There is little leprosy in the peninsula, but there is a leper hospital near Penang on Pula Deraja and another on an island on the west coast for the reception of lepers from the Federated Malay States.
The colony of the Straits Settlements consists of the islands of Singapore, Penang and the Dindings, the territory of Province Wellesley, on the mainland opposite to Penang, the insignificant territory of the Dindings, and the town and territory of Malacca.
In 1591, three years after the defeat of the Armada, Raymond and Lancaster rounded the Cape, and after cruising off Penang, decided to winter in Achin.
Penang was purchased from Kedah in 1786, and Singapore from the then sultan of Johor in 1819.
The Straits Settlements - Singapore, Malacca and Penang - were ruled from India until 1867, when they were erected into a crown colony under the charge of the Colonial Office.
PENANG (Pulau Pinang, i.e.
Behind the town, Penang Hill rises to a height of some 2700 ft., and upon it are built several government and private bungalows.
Penang has an excellent harbour, but has suffered from its proximity to Singapore.
Since 1867 Penang has been under the administrative control of a resident councillor who is responsible to the governor of the Straits.
Among the Malays Penang is usually spoken of as Tanjong or "The Cape," on account of the promontory upon which the town is situated.
The population of Penang at the time of the census of 1901 was 128,830, of whom 85,070 were males (69,210 over and 15,860 under 15 years of age), and 43,760 were females (28,725 over and 15,035 under 15 years of age).
The total population of the settlement of Penang, which includes not only the island but Province Wellesley and the Dindings, was 248,207 in 1901.
The number of ships which entered and left the port of Penang during 5906 was 2324 with an aggregate tonnage of 2, 868, 459.
This is mainly due to the construction of the railway which runs from a point on the mainland opposite to Penang, through the Federated Malay States of Perak, Selangor and the Negri Sembilan to Malacca, and has diverted to other ports and eventually to Singapore much of the coastal traffic which formerly visited Penang.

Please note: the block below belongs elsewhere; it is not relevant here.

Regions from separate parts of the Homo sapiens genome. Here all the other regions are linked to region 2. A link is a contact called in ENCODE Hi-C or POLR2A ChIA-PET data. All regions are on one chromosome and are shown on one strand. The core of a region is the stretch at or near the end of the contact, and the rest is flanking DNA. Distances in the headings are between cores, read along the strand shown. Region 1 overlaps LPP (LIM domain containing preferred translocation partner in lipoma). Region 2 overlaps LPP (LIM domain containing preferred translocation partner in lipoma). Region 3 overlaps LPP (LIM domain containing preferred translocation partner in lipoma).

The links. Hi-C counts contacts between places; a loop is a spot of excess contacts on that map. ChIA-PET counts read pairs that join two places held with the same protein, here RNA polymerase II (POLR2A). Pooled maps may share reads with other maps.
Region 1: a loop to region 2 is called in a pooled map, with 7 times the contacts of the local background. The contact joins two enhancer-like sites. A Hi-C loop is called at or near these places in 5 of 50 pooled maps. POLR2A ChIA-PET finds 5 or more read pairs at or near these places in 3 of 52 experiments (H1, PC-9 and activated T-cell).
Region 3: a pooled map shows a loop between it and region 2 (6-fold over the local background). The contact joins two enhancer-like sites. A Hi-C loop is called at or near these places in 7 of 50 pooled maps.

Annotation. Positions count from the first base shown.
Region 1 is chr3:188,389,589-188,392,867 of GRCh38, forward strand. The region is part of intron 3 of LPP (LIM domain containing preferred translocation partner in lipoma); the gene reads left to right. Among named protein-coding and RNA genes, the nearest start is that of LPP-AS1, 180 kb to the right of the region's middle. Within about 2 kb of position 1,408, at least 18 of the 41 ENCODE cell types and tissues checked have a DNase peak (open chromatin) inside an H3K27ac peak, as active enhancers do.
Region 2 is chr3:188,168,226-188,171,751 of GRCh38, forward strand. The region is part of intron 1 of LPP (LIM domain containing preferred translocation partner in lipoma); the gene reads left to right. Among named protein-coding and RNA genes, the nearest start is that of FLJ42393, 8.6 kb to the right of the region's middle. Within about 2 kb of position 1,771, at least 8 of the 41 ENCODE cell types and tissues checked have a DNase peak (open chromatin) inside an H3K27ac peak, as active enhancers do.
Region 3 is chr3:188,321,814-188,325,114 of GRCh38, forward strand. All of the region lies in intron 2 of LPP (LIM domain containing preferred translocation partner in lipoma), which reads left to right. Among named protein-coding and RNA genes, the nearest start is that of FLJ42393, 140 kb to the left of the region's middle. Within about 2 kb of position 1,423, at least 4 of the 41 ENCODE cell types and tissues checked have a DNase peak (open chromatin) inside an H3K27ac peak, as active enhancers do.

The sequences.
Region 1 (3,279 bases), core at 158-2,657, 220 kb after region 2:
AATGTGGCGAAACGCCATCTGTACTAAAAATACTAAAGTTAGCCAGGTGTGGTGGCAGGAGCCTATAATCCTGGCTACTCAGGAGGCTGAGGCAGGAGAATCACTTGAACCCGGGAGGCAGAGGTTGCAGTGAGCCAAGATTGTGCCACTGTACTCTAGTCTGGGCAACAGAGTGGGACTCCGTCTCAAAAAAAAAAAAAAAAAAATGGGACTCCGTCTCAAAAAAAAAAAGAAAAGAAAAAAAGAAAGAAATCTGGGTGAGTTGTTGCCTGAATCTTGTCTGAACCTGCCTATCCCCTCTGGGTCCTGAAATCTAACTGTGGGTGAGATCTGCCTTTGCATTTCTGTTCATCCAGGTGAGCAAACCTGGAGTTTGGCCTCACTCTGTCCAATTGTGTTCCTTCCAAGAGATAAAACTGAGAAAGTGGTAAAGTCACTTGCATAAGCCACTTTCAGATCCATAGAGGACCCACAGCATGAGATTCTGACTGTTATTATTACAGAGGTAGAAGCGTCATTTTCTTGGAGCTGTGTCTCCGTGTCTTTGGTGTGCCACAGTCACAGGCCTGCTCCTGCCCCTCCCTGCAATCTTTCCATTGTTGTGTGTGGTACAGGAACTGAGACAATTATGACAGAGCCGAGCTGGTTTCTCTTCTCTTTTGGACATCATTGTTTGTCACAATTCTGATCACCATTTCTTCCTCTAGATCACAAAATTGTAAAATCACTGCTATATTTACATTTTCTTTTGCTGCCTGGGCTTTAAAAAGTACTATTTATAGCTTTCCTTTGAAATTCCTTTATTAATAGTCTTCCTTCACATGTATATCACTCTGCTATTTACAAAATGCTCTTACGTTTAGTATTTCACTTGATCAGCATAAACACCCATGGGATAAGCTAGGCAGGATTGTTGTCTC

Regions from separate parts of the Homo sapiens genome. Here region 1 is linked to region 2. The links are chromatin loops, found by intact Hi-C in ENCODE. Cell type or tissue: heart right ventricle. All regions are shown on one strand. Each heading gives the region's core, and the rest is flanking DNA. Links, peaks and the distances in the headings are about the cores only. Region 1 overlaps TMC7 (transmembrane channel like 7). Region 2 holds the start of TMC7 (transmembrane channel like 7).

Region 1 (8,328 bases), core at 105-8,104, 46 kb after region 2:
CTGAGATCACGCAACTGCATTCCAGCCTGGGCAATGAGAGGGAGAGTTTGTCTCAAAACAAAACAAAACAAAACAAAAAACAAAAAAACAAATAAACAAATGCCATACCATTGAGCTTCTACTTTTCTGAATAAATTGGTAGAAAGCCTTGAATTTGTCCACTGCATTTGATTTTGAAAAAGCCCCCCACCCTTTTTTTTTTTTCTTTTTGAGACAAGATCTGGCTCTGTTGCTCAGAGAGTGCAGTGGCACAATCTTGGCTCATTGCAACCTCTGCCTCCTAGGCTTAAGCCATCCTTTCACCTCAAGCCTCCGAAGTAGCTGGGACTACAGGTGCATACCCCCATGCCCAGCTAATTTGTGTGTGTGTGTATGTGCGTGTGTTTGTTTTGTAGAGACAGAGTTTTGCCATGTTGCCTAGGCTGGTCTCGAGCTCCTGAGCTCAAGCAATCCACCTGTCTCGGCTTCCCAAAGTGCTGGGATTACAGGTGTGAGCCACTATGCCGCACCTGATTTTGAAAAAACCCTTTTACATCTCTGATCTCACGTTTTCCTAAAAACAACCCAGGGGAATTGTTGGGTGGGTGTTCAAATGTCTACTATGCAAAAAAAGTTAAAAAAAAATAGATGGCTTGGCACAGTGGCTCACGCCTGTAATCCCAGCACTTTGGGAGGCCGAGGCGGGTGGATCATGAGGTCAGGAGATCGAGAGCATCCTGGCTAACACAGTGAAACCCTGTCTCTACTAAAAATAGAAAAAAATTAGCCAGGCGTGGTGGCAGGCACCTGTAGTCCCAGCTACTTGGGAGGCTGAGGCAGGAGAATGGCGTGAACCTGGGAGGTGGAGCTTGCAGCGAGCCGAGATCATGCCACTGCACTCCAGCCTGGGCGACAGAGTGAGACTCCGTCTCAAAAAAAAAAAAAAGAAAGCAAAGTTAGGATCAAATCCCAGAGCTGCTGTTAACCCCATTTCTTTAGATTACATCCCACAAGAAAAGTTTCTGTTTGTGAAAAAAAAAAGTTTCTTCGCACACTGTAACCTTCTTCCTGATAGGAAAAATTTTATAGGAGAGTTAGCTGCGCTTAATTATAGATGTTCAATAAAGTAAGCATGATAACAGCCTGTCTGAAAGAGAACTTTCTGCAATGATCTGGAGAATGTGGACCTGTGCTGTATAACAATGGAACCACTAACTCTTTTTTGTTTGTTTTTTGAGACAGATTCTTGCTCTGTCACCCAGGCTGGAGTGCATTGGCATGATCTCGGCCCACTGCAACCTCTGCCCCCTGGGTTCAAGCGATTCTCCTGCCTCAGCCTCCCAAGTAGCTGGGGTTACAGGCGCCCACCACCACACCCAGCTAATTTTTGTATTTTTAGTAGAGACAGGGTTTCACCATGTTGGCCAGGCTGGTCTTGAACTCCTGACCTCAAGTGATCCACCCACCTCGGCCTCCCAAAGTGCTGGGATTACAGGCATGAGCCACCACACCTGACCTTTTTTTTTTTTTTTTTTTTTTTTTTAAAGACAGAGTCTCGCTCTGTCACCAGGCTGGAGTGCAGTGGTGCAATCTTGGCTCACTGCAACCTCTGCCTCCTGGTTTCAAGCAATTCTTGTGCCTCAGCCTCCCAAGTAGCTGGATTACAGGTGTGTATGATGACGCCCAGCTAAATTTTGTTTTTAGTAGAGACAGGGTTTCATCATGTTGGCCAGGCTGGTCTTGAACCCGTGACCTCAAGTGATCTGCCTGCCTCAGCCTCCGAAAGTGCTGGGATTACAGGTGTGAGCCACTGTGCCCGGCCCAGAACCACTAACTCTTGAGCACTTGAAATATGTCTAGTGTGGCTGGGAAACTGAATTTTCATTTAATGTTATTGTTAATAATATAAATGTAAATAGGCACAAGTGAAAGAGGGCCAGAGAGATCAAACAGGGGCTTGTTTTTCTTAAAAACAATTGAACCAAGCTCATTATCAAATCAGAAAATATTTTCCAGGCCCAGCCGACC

The revenue of Penang, that is to say, not only of the island but of the entire settlement, amounted in 1906 to $6,031,917, of which $2,014,033 was derived from the revenue farms for the collection of import duties on opium, wine and spirits; $160,047 from postal revenue; $119,585 from land revenue; $129,151 from stamps.
Penang was founded on the 17th of July 1786, having been ceded to the East India Company by the Sultan of Kedah in 1785 by an agreement with Captain Light, for an annuity of $10,000 for eight years.
At the time of the cession Penang was almost uninhabited.
In 1805 Penang was made a separate presidency, ranking with Bombay and Madras; and when in 1826 Singapore and Malacca were incorporated with it, Penang continued to be the seat of government.
In 1829 Penang was reduced from the rank of a presidency, and eight years later the town of Singapore was made the capital of the Settlements.
In 1867 the Straits Settlements were created a Crown colony, in which Penang was included.
Pulo Penang, an island belonging to the Siamese dependency of Kedah, was granted on a permanent lease to the East India Company in 1786, and treaties were entered into by the sultan of Kedah with the company.
Edi is a centre of the still extensive pepper trade, carried on mainly with the Chinese at Singapore and Penang, which island faces Edi.
Singapore is the Settlements, which consists with it of Penang, Province Wellesley and the Dindings, and Malacca.
Nutmeg and mace are almost exclusively obtained from the Banda Islands, although the cultivation has been attempted with varying success in Singapore, Penang, Bengal, Reunion, Brazil, French Guiana and the West Indies.
Penang nutmegs are never limed.